FLINT, Mich. (BP) – Because the Cooperative Program came to Flint 55 years ago, GM employee Jeff King became a Christian and a Southern Baptist.
“I was told by my wife that I needed to go to church,” King said. “I walked into Ainsworth [Baptist Church] opening day of deer season in 1992, and just knew I needed to be there.
“For whatever reason this small Baptist church that never had invitations had one that day. I don’t remember much of the walk. I admitted I was lost. And since then have been found, I guess. If it wasn’t for the Cooperative Program I might not be a Christian. I wouldn’t have an education through Seminary Extension. I might not be a pastor. I am where I am because of the Cooperative Program.”
With the help of the Cooperative Program – the way Southern Baptists partner together in state conventions, North America and internationally – Lincoln Park Baptist Church in Flint started eight churches between 1953 and 1981, including Ainsworth Baptist, before the mother church disbanded in 2014.
Ainsworth Flint, a congregation of about 50 that last year gave 13.1 percent of undesignated offerings to missions through the Cooperative Program, also partners with church plants in the Genesee Baptist Association to promote unity and strength of purpose among Genesee County churches.
“Flint is a hurting area,” King said. “What we’ve found in the Genesee County area, our 30 [Southern Baptist] churches are touching less than 1 percent of the people. That’s why we’re getting together. That’s why we have this urgency. We want Flint to be known for the presence of Christ in what was once known as the No. 1 per capita murder city of the country. We want this to be a safer area. It’s going to take all of us working together to do it.”
Working together is what Southern Baptists do through the Cooperative Program, the pastor said.
“There are some who have the calling to go out [as missionaries.] We believe it is our privilege to help support that,” King said. “For us to be able to support someone who’s been called by God to be part of that Great Commission missionary call? In some ways we live vicariously through that.”
As much as the Cooperative Program fuels international missions, it does the same at the local church level, King said.
“With the support of the Cooperative Program, the churches in our area are able to use their different gifts and talents collectively and that makes us able to punch holes in the darkness more effectively,” the pastor said. “The Bible tells us three strands are better than two.
“When it comes to getting the Gospel out into the community, 30 is much better than one, much more able to fulfill the Great Commission here,” King said, including the association’s 29 other churches in his statement. “As long as God is the third strand that binds us together, we’ll have the strength and ability to lean on one another, support one another, to walk side by side together.”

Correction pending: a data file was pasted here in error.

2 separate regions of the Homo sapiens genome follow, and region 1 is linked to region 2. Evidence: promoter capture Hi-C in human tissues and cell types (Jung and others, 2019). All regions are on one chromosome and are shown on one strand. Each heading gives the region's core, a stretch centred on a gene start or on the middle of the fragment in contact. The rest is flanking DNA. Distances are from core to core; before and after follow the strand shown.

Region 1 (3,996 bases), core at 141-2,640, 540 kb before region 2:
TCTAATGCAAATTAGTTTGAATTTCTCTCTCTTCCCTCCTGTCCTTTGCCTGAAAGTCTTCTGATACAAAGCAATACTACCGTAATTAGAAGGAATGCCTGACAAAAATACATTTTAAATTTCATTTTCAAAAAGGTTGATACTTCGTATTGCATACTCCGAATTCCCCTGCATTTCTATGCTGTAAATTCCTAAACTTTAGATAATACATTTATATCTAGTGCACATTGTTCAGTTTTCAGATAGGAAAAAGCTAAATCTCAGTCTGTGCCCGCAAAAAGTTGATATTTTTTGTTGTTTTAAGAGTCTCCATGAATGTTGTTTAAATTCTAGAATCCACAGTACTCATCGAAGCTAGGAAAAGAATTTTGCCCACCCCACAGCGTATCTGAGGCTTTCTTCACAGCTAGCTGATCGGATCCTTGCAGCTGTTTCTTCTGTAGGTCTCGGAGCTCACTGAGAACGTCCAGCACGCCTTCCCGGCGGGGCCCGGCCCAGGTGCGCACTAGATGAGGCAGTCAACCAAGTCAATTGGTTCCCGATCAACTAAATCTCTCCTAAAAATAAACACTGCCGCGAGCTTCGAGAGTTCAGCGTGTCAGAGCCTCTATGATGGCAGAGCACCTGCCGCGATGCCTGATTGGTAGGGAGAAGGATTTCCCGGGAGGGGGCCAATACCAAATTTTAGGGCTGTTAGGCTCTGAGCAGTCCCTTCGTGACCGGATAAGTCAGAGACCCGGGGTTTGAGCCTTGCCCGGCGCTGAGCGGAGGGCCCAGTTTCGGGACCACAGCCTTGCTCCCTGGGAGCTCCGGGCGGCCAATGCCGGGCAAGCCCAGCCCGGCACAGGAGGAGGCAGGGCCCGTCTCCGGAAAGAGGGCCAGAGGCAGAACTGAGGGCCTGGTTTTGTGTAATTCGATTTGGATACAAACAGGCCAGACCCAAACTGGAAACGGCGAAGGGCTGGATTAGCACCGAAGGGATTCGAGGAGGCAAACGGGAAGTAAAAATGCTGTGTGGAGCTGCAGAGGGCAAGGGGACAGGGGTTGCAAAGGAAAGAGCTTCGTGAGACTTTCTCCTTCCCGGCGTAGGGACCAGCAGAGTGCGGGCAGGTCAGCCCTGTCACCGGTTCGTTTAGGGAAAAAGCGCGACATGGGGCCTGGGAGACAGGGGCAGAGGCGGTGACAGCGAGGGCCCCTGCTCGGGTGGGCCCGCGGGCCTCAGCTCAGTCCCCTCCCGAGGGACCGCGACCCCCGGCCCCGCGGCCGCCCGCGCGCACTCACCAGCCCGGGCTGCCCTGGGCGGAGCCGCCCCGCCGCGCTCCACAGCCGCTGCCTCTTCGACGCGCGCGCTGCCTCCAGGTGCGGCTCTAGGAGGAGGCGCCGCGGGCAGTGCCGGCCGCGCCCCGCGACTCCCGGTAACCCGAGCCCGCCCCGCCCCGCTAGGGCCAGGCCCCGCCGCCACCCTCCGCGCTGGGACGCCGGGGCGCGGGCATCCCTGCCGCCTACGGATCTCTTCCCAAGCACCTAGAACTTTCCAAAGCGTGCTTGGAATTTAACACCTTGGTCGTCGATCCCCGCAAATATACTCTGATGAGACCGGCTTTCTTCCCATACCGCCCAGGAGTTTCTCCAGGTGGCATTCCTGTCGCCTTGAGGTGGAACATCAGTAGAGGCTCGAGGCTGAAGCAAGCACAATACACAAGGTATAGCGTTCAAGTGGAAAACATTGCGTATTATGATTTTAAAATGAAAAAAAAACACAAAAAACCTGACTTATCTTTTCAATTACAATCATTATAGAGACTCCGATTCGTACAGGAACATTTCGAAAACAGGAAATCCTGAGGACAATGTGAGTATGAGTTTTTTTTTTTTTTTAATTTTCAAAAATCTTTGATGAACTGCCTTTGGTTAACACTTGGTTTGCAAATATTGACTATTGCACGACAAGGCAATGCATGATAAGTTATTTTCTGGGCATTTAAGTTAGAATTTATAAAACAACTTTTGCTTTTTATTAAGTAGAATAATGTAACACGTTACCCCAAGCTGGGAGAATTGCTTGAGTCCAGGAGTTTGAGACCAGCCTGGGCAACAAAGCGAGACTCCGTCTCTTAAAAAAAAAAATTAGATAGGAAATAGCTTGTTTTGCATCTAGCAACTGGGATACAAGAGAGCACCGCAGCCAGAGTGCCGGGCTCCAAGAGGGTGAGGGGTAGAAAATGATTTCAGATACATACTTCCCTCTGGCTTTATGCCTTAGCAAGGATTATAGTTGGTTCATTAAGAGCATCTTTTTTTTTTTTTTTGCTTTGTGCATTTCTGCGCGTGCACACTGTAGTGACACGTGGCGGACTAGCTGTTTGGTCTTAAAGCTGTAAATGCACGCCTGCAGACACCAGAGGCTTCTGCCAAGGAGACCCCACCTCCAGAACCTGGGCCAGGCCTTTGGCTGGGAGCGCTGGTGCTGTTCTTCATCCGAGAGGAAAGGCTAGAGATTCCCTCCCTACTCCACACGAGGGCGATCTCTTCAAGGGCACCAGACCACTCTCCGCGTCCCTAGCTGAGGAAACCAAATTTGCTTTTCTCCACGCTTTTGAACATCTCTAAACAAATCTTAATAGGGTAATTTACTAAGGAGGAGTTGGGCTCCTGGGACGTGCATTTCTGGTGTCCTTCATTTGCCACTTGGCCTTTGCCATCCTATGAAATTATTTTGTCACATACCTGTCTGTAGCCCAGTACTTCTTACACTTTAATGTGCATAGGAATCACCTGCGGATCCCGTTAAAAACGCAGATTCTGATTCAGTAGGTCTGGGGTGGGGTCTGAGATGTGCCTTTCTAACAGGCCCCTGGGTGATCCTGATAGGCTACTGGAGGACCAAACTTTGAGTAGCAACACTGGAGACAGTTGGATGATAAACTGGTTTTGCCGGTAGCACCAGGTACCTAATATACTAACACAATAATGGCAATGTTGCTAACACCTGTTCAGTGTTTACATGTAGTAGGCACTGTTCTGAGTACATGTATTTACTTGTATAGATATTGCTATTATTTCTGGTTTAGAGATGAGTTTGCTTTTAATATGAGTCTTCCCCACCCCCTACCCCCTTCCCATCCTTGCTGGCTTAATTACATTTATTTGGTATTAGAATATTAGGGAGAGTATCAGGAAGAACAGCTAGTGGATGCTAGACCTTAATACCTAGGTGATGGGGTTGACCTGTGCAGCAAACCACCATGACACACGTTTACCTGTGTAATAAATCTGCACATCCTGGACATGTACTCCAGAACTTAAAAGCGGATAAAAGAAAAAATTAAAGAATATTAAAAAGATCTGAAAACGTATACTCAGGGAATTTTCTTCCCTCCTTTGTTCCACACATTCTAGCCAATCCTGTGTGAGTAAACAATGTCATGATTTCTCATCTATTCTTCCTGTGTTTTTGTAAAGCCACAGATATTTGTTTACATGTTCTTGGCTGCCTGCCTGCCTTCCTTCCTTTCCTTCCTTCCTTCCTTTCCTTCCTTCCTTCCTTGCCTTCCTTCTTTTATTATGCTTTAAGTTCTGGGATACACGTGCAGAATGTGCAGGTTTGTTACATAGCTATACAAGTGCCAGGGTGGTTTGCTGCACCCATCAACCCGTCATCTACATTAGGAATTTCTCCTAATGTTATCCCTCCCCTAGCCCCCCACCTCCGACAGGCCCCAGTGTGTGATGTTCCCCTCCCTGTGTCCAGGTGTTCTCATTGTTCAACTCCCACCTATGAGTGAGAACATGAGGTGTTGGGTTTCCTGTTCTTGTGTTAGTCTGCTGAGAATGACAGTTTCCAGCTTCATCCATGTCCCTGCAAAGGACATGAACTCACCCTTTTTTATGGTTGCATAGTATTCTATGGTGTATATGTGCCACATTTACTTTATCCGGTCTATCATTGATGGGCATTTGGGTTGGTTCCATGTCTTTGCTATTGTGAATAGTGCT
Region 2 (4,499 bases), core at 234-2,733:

Genesee Baptist Association didn’t always work together. For years, the only contact the churches and pastors might have with each other were church-league sports. That was one way a spirit of competitiveness restricted cooperation.
“The old way of thinking was that churches wanted baptisms; they wanted numbers,” King said. “The new way, which has been over about the last three years, is, it’s about people coming to the knowledge and love of our Savior, rather than numbers.
“God has brought in some young guys and even older guys with other experiences and we’re learning to work together for our association. The last three years, God has done some miraculous work in this [geographic] area. The churches had become kind of complacent and now we’re finally becoming like what God told us to be: we’re becoming one body. I know pastors are men and men have pride and we’re also competitive, but we’re trying to humble ourselves for the good of the Gospel.”
Ainsworth Baptist has become an older congregation, said King, who has been pastor since 2016, after joining the church in 1992. He first served the church as youth minister, then deacon and fill-in speaker before being called as pastor. He retired from GM in 2009. Hordes of younger families have left the area as GM downsized its workforce by 90 percent during the early years of the 21st century – from 80,000 to 8,000.
“The average age [at Ainsworth Baptist] is probably 65 to 70,” King said. “We do have some youth but not a whole lot of people in their 20s and 30s. But this is a very loving and giving and prayerful church; I will say that. If we bring in more, we give more. We’re pretty good about doing that.”
Food is one way the church ministers to its members and the community. There are Easter, Mother’s Day and Father’s Day breakfasts, and the pastor roasts a pig for the final event of Vacation Bible School each summer. Helping at a homeless shelter, food bank and pregnancy resource center are more ways Ainsworth Baptist serves God by serving others.
“We treat everybody with love and respect,” the pastor said. “Covid has shown us there’s a bigger need than we thought. We look at COVID as being a bad thing, but for the church, we are finding people who are lonely, hurting, without hope. We’ve been able to build friendships.
“Since we started as a mission church, missions and ministry is something we’re very big into. We’re trying to have it not just be money but people out in the community.”